For Your Cloudy Days

This is a letter from Queen Esther Gupton Cheatham Jones to her daughter Renee Cheatham Neblett.  Renee, an artist and teacher, founded Kokrobitey Institute, an art and education center in Ghana.  The letter is from Letters From Black America, edited by Pamela Newkirk.

Dear Renee,

An institution is the lengthened shadow of one person.  Life gives nothing to mortals except earth’s great labor.  In reference to your Kokrobitey School: The test of progress is not whether we add more to the abundance of those who have much; it is whether we provide enough for those who have too little.  This is sunshine for your cloudy days.




From Son To Mother

This is a letter from Robert Murphy, brother of Paul Laurence Dunbar, to Matilda Dunbar.  It’s from Letters From Black America.

Dear Mother,

One year ago you lost a son and I a brother and on this day memories make our minds bleed afresh but we can comfort ourselves this way.  But a few more days and we too shall pass into that land of shadows.  Will was amiable, lovable, sympathetic, and kind and very few people knew him well enough to appreciate these qualities in him but to those who did, they realize that the world was bettered by him having lived in it…

Sorrowing on this day with you is

Your Loving Son


From One Father To His Son

This letter is a part of the collection of letters in Letters From Black America edited by Pamela Newkirk.  I’ve posted one other letter on the blog.  If these stories-in-the-form-of-letters, or the idea of them is interesting to you, take a look at the book.  I think you’ll find a narrative of the African American experience as well as delightful examples of language about family, love, and a host of other aspects of Black life.

My dear Son Rudolph,

I am in receipt of your letter and have read it carefully.  I know that in many respects I must appear a stranger father and rather disinterested, but that is not the case.  There is more of the Indian stoicism in me than the Negro loquacity.  When I am deeply moved I am least demonstrative.  You were exactly about my age when you made your choice.  I have not tried to dominate your selection in any way.  I have taken the girl only on what your mother has said.  She intimated the probability of this last year, and seemed satisfied.  I therefore made myself satisfied.  I hope your choice will be all you desire and as you have expressed it, she may prove as noble a wife as your mother is.  I suppose really that I should have interested myself in Isabel when she was here last.  But to tell the truth, it did not occur to me.  Just tell her for me that she must take me as she finds me.  Make herself at home whenever she comes around me and do not look for any gushing over as it is not my way.  Let her know that I will take her to my bosom just as warmly as either of you boys and would do as much for her as for any of you.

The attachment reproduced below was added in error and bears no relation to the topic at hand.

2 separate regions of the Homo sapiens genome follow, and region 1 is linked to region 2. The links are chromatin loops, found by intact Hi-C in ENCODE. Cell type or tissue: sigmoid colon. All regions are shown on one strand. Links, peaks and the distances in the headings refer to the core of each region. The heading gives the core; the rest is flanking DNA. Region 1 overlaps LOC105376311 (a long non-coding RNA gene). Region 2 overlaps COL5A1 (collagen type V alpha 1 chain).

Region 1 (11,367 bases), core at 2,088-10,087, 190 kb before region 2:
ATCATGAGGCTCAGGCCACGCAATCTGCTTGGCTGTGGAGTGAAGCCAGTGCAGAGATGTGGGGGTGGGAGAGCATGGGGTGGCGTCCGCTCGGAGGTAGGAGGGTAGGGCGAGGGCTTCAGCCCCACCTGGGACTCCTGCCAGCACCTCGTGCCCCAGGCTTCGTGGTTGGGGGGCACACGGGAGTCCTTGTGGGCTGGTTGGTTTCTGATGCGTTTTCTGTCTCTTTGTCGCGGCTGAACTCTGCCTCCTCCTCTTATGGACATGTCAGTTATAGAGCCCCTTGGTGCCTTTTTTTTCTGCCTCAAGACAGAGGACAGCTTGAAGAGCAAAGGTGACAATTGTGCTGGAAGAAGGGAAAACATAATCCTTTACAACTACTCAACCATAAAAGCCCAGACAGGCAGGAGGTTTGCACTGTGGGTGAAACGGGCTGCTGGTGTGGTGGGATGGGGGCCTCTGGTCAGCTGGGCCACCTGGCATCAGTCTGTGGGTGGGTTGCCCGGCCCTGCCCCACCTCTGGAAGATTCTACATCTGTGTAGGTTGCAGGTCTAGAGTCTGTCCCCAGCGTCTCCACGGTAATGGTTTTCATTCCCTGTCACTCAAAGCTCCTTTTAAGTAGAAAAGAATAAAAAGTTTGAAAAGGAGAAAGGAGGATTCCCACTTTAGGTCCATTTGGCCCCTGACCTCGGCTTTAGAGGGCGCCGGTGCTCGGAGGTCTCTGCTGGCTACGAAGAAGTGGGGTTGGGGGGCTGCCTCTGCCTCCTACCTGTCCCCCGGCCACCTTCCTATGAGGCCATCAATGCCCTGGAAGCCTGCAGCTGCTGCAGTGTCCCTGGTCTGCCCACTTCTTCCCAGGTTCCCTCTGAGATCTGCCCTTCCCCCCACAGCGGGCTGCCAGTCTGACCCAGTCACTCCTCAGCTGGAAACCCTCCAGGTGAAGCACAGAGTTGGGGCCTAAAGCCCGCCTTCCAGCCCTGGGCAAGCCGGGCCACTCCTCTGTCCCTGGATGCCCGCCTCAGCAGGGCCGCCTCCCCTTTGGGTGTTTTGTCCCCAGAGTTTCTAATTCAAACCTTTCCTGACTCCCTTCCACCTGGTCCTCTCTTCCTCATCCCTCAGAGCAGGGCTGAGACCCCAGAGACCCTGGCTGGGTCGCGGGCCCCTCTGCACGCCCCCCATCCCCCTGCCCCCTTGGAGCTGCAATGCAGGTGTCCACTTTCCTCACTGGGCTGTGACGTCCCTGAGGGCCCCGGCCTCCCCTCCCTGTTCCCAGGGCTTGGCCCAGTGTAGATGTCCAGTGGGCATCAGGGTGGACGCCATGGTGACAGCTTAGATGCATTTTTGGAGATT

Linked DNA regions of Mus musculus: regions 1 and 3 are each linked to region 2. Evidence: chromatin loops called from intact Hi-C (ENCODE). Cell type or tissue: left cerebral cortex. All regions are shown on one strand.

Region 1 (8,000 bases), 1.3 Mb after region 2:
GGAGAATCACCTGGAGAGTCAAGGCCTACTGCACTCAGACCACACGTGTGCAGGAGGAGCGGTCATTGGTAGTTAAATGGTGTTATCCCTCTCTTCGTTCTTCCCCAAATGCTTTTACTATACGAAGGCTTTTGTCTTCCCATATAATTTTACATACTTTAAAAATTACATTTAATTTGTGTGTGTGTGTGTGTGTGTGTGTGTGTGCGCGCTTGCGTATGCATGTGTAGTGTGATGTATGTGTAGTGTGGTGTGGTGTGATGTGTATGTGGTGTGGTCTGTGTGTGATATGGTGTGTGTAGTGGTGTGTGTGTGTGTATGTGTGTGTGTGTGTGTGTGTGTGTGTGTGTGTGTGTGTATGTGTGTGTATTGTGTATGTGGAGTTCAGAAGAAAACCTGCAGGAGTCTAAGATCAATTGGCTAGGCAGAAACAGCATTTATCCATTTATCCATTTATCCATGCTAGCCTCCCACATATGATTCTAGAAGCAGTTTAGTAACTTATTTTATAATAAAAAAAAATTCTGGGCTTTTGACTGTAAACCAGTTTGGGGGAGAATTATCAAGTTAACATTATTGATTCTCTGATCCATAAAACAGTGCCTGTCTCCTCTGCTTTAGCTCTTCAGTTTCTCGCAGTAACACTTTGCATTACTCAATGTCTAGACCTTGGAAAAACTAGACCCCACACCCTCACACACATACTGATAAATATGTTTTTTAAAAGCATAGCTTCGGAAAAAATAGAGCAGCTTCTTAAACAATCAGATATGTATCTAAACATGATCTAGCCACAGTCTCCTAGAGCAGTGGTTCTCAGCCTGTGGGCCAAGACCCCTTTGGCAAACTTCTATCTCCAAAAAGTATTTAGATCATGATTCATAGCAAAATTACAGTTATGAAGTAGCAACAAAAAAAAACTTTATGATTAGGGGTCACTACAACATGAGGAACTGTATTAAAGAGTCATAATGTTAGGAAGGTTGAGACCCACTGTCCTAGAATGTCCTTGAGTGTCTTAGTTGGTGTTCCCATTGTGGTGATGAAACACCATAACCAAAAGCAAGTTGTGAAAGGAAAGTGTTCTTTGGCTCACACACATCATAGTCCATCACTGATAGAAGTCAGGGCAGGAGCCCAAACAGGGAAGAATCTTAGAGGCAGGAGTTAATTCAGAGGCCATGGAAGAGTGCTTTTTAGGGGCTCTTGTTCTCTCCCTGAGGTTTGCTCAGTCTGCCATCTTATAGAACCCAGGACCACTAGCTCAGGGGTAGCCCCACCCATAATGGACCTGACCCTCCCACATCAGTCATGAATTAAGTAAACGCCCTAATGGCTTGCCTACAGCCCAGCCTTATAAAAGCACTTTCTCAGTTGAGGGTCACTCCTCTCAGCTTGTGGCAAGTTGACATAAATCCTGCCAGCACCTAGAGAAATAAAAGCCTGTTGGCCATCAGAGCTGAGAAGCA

All I ask is that you boys will not neglect your mother, for, hale and active as I appear, my time is fast approaching and I feel that my [illegible] is not far off…

Wishing you the best,

Your loving father

DuBois Writing His Daughter

This letter is included in Letters From Black America, a volume of letters covering subjects like family and love and art and education, edited by Pamela Newkirk.  In this letter, W.E.B. Du Bois writes to his fourteen-year-old daughter, Yolande.

Dear Little Daughter:

I have waited for you to get well settled before writing.  By this time I hope some of the strangeness has worn off and  my little girl is working hard and regularly.

Of course, everything is new and unusual.  You miss the newness and smartness of America.  Gradually, however, you are going to sense the beauty of the old world: its calm and eternity and you will grow to love it.

Above all remember, dear, that you have a great opportunity.  You are in one of the world’s best schools, in one of the world’s greatest modern empires.  Millions of boys and girls all over this world would give almost anything they possess to be where you are.  You are there by no desert or merit of yours, but only by lucky chance.

Deserve it, then.  Study, do you work.  Be honest, frank and fearless and get some grasp of the real values of life.  You will meet, of  course, curious little annoyances.  People will wonder at your dear brown and the sweet crinkly hair.  But that simply is of no importance and will be soon forgotten.  Remember that most folk laugh at anything unusual whether it is beautiful, fine or not.  You, however, must not laugh at yourself.  You must know that brown is as pretty as white or prettier and crinkly hair as straight even though it is harder to comb.  The main thing is the YOU beneath the clothes and skin–the ability to do, the will to conquer, the determination to understand and know this great, wonderful, curious world.  Don’t shrink from new experiences and custom.  Take the cold bath bravely.  Enter into the spirit of your big bedroom.  Enjoy what is and not pine for what is not.  Read some good, heavy, serious books just for discipline: Take yourself in hand and master yourself.  Make yourself do unpleasant things, so as to gain the upper hand of your soul.

Above all remember: your father loves you and believes in you and expects you to be a wonderful woman.

I shall write each week and expect a weekly letter from you.

Lovingly yours,


I’d say that Dr. Du Bois’s letter has much to say to his daughter and to your child and mine.  And to us probably.